Lake Leschenaultia is a recreational lake less than an hour’s drive from Perth. My husband and I went there there recently. John had only vague memories of the lake from his youth, but it is dear to my heart.
While I enjoyed this visit, I also felt a little sad. My children, and later grandchildren, and I spent many hours at the lake’s edge or in kyaks. We frequently slept a night or two in tents.
Perhaps I am simply nostalgic.My camping days are most probably over. At least camping in tents the way I used to love to do. There is something wonderfully freeing about camping that I miss. The smell of the bush, the subtle (and sometimes not so subtle) sounds of the bush, removed from ordinary concerns.
Camping life is leisurely. There is so much to do to keep the campsite running one feels well-occupied. One of my daughters said once that I was the only person she knew who could make a Women’s Weekly last a whole weekend without being bored.
The camping area at Lake Leschenaultia then was primitive. There was no access for caravans. Cars had to be parked outside the log-fenced area, so everything had to be carried from the car to our chosen site. But in those days that didn’t feel like a hardship.
Cooking on open campfires demanded foraging in the undergrowth for firewood, while watching for snakes. The fear of snakes gave an edge to our enjoyment. I’m not sure what I was thinking, lighting fires in such volatile country, but I guess the area was cleared enough to be safe. And everyone else lit fires.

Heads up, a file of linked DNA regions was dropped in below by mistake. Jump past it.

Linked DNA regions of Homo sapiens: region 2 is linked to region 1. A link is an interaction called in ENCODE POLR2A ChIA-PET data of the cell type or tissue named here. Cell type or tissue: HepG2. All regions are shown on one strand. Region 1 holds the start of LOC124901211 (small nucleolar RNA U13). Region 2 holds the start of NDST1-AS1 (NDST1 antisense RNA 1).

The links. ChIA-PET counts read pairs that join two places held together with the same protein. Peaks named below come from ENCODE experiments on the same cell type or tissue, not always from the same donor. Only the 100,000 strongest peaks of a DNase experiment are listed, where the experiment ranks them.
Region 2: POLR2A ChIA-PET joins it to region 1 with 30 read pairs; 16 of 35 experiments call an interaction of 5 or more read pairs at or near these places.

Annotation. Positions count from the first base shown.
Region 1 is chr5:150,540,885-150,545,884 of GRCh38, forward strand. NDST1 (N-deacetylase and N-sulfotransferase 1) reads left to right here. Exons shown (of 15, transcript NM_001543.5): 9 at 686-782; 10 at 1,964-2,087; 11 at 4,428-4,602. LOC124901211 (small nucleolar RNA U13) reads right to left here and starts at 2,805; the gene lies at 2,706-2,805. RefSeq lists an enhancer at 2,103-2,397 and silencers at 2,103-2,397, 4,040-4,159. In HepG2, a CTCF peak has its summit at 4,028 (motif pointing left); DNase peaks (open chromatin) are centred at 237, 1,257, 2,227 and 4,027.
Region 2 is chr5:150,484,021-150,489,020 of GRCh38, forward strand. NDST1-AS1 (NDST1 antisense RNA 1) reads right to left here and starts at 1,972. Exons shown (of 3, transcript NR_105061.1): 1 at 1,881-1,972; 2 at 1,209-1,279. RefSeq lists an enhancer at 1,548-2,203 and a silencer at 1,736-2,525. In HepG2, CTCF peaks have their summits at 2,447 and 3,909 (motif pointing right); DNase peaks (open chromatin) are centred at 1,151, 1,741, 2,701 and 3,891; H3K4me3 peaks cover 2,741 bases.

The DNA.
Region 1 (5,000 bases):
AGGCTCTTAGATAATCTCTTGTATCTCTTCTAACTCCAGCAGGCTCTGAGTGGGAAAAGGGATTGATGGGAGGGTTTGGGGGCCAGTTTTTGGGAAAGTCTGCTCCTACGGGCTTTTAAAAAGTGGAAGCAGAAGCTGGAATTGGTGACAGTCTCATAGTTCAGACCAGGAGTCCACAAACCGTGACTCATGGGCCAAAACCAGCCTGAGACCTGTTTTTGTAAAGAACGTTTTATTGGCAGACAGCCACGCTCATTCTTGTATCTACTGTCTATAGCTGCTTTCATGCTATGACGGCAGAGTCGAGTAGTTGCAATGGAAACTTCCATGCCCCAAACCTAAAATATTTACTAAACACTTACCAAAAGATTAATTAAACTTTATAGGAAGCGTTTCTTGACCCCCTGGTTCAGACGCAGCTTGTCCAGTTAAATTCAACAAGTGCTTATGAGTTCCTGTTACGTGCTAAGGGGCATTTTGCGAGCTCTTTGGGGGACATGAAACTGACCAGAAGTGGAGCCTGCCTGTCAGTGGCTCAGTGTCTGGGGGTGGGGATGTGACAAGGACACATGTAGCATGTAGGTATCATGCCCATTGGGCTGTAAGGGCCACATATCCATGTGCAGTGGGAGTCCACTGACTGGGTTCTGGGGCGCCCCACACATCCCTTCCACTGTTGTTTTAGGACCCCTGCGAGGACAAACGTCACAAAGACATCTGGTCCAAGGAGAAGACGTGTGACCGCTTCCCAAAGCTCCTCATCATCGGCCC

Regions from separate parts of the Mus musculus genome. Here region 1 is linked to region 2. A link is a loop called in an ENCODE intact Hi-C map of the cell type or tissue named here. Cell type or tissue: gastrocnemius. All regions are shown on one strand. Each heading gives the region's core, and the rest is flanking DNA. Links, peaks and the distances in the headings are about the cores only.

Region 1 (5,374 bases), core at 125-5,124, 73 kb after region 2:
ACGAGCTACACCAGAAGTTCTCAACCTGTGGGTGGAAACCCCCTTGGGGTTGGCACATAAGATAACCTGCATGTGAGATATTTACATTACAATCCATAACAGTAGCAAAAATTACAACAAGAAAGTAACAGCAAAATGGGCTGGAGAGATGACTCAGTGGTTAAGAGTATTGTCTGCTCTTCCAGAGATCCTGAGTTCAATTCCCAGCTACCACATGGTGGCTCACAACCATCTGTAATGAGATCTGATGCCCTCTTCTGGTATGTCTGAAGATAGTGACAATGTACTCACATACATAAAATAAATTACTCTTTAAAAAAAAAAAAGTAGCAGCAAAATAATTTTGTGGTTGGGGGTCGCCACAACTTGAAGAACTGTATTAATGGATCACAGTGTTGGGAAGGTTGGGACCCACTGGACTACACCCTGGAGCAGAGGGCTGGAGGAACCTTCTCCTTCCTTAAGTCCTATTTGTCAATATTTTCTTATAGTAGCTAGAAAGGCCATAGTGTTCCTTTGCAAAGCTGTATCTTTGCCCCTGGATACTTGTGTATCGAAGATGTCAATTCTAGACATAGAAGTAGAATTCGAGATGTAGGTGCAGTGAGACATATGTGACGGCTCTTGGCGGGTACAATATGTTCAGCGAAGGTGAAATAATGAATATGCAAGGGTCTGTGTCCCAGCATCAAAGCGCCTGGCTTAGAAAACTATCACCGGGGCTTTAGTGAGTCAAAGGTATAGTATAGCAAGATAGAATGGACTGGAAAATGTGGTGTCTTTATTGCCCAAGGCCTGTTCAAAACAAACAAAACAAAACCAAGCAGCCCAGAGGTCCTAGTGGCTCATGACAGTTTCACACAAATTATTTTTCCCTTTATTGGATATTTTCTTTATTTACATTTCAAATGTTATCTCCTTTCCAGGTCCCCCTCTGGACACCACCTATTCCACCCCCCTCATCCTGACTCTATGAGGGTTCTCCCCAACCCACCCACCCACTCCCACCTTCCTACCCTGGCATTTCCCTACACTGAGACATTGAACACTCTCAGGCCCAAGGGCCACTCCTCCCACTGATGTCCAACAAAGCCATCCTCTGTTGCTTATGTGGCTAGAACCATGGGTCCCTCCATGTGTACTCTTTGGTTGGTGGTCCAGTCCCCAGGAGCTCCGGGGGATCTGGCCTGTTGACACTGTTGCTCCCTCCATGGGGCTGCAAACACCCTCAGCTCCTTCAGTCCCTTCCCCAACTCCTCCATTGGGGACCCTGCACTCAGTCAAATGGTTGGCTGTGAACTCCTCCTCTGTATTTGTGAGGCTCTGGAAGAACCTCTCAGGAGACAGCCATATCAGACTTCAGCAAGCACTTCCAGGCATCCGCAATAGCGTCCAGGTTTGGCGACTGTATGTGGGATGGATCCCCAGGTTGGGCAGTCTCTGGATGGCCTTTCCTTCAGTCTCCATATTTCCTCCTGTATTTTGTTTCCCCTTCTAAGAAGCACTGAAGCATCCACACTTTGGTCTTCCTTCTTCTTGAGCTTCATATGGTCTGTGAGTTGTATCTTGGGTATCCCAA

The lake was constructed in the late 1890s from springs and creeks that converged in that spot close to the railway line. The water was pumped to the steam trains. Trains ran to the goldfields at Coolgardie and Kalgoorlie, 600 kilometres from Perth.
By 1945, the water had turned brackish and unusable, and the area became a recreational area.
Lake Leschenaultia derives its name from the blue and purple Leschenaultias, which flower abundantly in the surrounding bush in Spring. John and I were delighted to spot two shy, out-or-season plants in leaf-litter beside the path on the far side of the lake on our walk.
Lake Leschenaultia remains as lovely as ever. But now, instead of camping in a primitive bushy area, people camp in a proper area, where tents and caravans are welcome. An ablution block and camp kitchen have replaced the single drop toilet and campfires. Lawns are manicured. The walk around the Lake is on graded gravel paths. Playground equipment occupies children. A cafe serves breakfasts and lunches. In some ways the place is better, more welcoming.
But I struggle not to wish a return to the olden days.